The U.S. House of Representatives was expected to approve a budget measure on Friday that would enable Democrats to push President Joe Biden’s $1.9 trillion COVID-19 relief package through Congress without Republican support in a process that will likely take weeks.
The U.S. Senate narrowly approved a version of the budget plan at the end of a marathon debate that went into Friday morning.
House leaders said lawmakers will begin a procedural vote around midday, and if that succeeds, the budget will be deemed adopted.
Democrats and the Biden administration have said they want comprehensive legislation to move quickly to address a pandemic that has killed more than 450,000 Americans and left millions jobless.
Data showing weakness in the U.S. jobs market proves the need for aggressive action by Congress on a coronavirus relief bill, President Joe Biden said.
“It’s people’s lives. Real-life people are hurting and we can fix it,” Biden said at the White House. “When we help them we are also helping our competitive capacity,” he said.
U.S. employment growth rebounded less than expected in January and job losses the prior month were deeper than initially thought.
Once the budget resolution is passed, House Speaker Nancy Pelosi said it would be time for lawmakers to get busy writing the actual COVID-19 legislation reflecting Biden’s plan, with the goal of getting it through the House by month’s end.
“Next week, we will be writing the legislation to create a path to final passage for the Biden American Rescue Plan, so that we can finish our work before the end of February,” Pelosi said in a letter to fellow Democrats.
That would allow time for the Senate to approve the COVID-19 legislation also before mid-March, when special unemployment benefits that were added during the pandemic expire.
Democrats want to spend the $1.9 trillion to speed up COVID-19 vaccines throughout the nation. Other funds would extend the special unemployment benefits and make direct payments to people to help them pay bills and stimulate the economy.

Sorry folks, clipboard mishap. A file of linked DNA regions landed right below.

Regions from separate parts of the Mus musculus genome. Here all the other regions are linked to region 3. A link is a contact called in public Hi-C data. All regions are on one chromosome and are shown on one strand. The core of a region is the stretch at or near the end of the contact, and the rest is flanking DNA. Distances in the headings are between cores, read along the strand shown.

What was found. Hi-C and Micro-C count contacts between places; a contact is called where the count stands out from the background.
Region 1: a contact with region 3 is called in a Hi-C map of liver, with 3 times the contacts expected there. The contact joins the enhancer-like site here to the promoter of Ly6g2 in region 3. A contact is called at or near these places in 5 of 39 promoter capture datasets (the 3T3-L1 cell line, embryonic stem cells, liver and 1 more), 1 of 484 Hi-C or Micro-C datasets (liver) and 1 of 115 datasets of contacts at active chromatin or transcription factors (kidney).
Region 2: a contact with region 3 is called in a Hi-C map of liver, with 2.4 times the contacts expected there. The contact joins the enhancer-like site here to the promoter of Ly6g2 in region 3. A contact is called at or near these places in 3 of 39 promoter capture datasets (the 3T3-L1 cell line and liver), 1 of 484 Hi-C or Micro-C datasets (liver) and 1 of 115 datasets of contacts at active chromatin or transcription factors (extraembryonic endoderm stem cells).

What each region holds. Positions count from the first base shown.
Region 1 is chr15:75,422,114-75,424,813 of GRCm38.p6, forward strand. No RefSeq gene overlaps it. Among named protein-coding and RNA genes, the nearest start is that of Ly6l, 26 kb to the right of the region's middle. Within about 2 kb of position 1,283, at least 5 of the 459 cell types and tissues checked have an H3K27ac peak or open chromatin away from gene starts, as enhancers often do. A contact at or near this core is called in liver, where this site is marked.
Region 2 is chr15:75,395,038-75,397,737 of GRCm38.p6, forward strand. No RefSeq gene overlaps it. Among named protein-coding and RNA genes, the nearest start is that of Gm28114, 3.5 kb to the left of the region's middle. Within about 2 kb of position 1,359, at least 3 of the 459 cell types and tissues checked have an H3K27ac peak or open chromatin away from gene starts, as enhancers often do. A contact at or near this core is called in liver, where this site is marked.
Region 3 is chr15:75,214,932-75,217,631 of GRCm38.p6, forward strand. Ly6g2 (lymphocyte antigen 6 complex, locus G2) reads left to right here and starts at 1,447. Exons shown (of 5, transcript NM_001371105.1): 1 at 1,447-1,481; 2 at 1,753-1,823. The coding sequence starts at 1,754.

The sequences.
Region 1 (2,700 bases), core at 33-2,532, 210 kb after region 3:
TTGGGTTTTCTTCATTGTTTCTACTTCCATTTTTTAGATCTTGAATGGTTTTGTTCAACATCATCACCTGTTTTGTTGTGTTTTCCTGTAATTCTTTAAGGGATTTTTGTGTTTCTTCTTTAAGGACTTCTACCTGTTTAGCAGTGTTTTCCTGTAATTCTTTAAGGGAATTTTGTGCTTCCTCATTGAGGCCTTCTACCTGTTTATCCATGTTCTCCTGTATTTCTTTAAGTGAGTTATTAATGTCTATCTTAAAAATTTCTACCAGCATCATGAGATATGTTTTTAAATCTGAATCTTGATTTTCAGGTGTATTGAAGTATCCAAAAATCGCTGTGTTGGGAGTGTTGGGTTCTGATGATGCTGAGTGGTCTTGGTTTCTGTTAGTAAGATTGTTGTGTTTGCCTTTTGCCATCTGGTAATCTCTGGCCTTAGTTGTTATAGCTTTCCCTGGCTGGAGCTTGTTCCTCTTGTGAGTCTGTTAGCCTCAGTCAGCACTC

They also want to send money to state and local governments.
Republicans have proposed a COVID-19 plan that would be roughly one-third the cost of Biden’s proposal. While their plan dovetails with the Democrats’ in some respects, Biden has deemed it as too anemic to put the country back on its feet after a year of suffering through the pandemic.
Early Friday, at the end of a session lasting about 15 hours, the Senate found itself in a 50-50 partisan deadlock over passage, with the winning “yes” vote for the Democrats provided by Vice President Kamala Harris, using her power to break a tie.
This was a “giant first step” toward passing the kind of comprehensive coronavirus aid bill that Biden has put at the top of his legislative agenda, Senate Majority Leader Chuck Schumer said.
Shortly before the final vote, Democrats flexed their muscles by reversing three earlier votes that Republicans had won. Those would have used the coronavirus aid battle to back a Canada-to-United States oil pipeline, support hydraulic fracking for oil and gas, and bar coronavirus aid to immigrants living in the United States illegally.
They were overturned by Harris, casting her first vote to break a 50-50 tie since being sworn in on Jan. 20.
Before finishing its work, the Senate approved a series of amendments to the budget outline. The House vote Friday is expected to accept the Senate’s changes.
Among the changes, the Senate added a measure calling for increased funding for rural hospitals whose resources are strained by the pandemic.
The approved amendments do not carry the force of law in a budget blueprint, but can serve as guidelines for developing the actual coronavirus aid bill in coming weeks.
Passing the budget plan in both houses would let Democrats enact Biden’s $1.9 trillion proposal over the opposition of Republicans, by unlocking a legislative tool called reconciliation. That lets them pass a bill with a simple majority in the Senate, rather than the 60 votes normally needed to move legislation forward in the 100-seat chamber.
A group of 10 Republican senators who met with Biden at the White House on Monday sent him a letter on Thursday saying that significant amounts of money already appropriated by Congress had not yet been spent. Last year, Congress passed emergency bills totaling around $4 trillion to deal with COVID-19 crisis.
In early voting on Thursday, senators delivered a message to the Biden administration that direct payments should be tailored to those who need the money the most, as they voted 99-1 to recommend high-income earners not qualify for a new round of government checks that could amount to $1,400 for individuals.
Senators did not specify income limits. An earlier round of payments reduced the checks for individuals earning more than $75,000 or married couples earning $150,000